We believe that these are such indicia of "compensation for past, present or future services" as to make the instant stipends taxable. No such indicia of compensation were present in Evans v. Commissioner, supra, or in Commissioner of Internal Revenue v. Ide, 335 F.2d 852 (C.A.3, 1964), both of which cases are cited by appellant.
Factually, we believe this case is much closer to that dealt with by the Fifth Circuit in Ussery v. United States, 296 F.2d 582 (C.A.5, 1961), than to Evans v. Commissioner, supra.
We believe, however, that consideration of the facts as indicia of compensation for services is a more meaningful test than that of whether the stipend was primarily for the benefit of the grantors. Obviously, in all instances where an employment relationship — past or future — is involved, there is at least some mutuality of benefit. We do not believe that the Fifth Circuit in Ussery or the District Judge here were in error in holding that the stipend involved was primarily for the benefit of the grantor. But we prefer to base our affirmance of this case upon the fact that here the stipend was compensation for past and future services.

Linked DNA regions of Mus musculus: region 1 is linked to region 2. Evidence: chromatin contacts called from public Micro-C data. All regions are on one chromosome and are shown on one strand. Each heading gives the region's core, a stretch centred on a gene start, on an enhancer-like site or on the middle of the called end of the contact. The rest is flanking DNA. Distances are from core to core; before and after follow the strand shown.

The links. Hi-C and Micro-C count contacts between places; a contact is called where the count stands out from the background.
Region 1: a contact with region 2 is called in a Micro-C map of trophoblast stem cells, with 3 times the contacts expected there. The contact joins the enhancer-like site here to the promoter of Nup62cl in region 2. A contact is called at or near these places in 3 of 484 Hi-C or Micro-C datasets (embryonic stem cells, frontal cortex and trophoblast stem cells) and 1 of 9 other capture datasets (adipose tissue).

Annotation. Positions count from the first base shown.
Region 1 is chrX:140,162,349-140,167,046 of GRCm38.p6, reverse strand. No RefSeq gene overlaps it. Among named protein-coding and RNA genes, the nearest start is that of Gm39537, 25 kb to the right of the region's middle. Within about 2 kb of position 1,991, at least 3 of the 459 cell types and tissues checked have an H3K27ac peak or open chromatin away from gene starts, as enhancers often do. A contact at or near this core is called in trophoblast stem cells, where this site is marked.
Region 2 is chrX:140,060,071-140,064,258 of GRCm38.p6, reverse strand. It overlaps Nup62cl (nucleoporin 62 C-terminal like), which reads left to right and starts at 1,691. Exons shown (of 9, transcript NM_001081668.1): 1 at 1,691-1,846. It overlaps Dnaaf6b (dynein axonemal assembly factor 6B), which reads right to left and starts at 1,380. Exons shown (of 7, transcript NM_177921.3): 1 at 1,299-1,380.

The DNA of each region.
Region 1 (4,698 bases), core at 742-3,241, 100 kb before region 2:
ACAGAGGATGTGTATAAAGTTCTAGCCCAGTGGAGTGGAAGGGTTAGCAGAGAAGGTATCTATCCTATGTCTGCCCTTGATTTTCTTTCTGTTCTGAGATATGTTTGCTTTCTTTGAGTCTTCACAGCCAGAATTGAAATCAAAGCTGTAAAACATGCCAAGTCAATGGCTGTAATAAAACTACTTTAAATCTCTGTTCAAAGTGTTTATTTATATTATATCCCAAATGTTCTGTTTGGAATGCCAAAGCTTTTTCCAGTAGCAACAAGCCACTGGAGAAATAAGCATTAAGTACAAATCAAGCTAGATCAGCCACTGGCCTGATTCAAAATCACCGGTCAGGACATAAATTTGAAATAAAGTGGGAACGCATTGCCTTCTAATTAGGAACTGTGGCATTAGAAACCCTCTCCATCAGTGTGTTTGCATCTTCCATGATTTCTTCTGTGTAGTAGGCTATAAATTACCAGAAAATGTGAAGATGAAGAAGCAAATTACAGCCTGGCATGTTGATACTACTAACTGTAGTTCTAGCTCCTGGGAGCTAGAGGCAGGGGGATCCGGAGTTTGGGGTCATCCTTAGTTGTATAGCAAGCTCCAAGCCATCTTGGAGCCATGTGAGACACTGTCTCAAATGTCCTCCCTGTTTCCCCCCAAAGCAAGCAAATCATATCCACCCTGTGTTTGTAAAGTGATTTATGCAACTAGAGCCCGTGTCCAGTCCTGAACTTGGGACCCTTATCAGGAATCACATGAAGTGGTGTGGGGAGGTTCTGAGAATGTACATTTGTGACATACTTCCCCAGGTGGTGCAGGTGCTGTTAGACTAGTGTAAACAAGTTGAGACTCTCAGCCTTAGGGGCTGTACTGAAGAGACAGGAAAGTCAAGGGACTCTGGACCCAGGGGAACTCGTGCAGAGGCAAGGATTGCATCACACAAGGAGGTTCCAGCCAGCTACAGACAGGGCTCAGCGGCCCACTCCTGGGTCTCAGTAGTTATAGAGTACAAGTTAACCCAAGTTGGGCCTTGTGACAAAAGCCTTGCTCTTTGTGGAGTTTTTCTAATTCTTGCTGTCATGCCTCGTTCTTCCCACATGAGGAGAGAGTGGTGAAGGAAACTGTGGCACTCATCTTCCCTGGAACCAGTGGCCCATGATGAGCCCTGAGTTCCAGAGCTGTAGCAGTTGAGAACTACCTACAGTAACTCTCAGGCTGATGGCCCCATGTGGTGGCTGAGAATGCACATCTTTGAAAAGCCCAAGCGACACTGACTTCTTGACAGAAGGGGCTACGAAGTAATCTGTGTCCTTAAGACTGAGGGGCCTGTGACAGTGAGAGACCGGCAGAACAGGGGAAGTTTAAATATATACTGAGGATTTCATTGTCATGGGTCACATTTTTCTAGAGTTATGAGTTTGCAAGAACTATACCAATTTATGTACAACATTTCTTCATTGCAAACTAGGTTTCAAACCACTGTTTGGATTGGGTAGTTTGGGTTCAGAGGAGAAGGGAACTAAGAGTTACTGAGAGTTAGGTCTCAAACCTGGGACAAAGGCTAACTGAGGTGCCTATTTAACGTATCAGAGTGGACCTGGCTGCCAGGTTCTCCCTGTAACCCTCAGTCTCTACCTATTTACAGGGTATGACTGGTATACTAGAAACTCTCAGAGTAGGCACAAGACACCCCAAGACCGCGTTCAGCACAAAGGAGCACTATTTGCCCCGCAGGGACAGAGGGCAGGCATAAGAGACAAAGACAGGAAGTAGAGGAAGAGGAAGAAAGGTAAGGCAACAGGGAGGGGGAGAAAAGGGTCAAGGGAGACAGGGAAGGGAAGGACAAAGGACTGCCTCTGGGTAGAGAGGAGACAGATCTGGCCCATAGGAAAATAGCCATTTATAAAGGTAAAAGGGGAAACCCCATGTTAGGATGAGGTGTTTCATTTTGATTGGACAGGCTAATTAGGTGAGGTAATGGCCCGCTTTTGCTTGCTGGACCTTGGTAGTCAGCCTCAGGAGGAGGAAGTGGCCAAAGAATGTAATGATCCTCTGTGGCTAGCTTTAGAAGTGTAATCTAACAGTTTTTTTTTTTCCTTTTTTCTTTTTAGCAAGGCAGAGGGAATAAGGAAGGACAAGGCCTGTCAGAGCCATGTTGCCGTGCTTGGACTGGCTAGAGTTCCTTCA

"§117. Scholarships and Fellowship Grants.
(a) General Rule. — In the case of an individual, gross income does not include —
(1) any amount received —
(A) as a scholarship at an educational institution (as defined in section 151(e) (4), or
(B) as a fellowship grant, including the value of contributed services and accommodations and * * *"
"§61. Gross Income Defined.
(a) General Definition. — Except as otherwise provided in this subtitle, gross income means all income from whatever source derived, including (but not limited to) the following items:
(1) Compensation for services, including fees, commissions, and similar items; * * *" Internal Revenue Code of 1954, § 61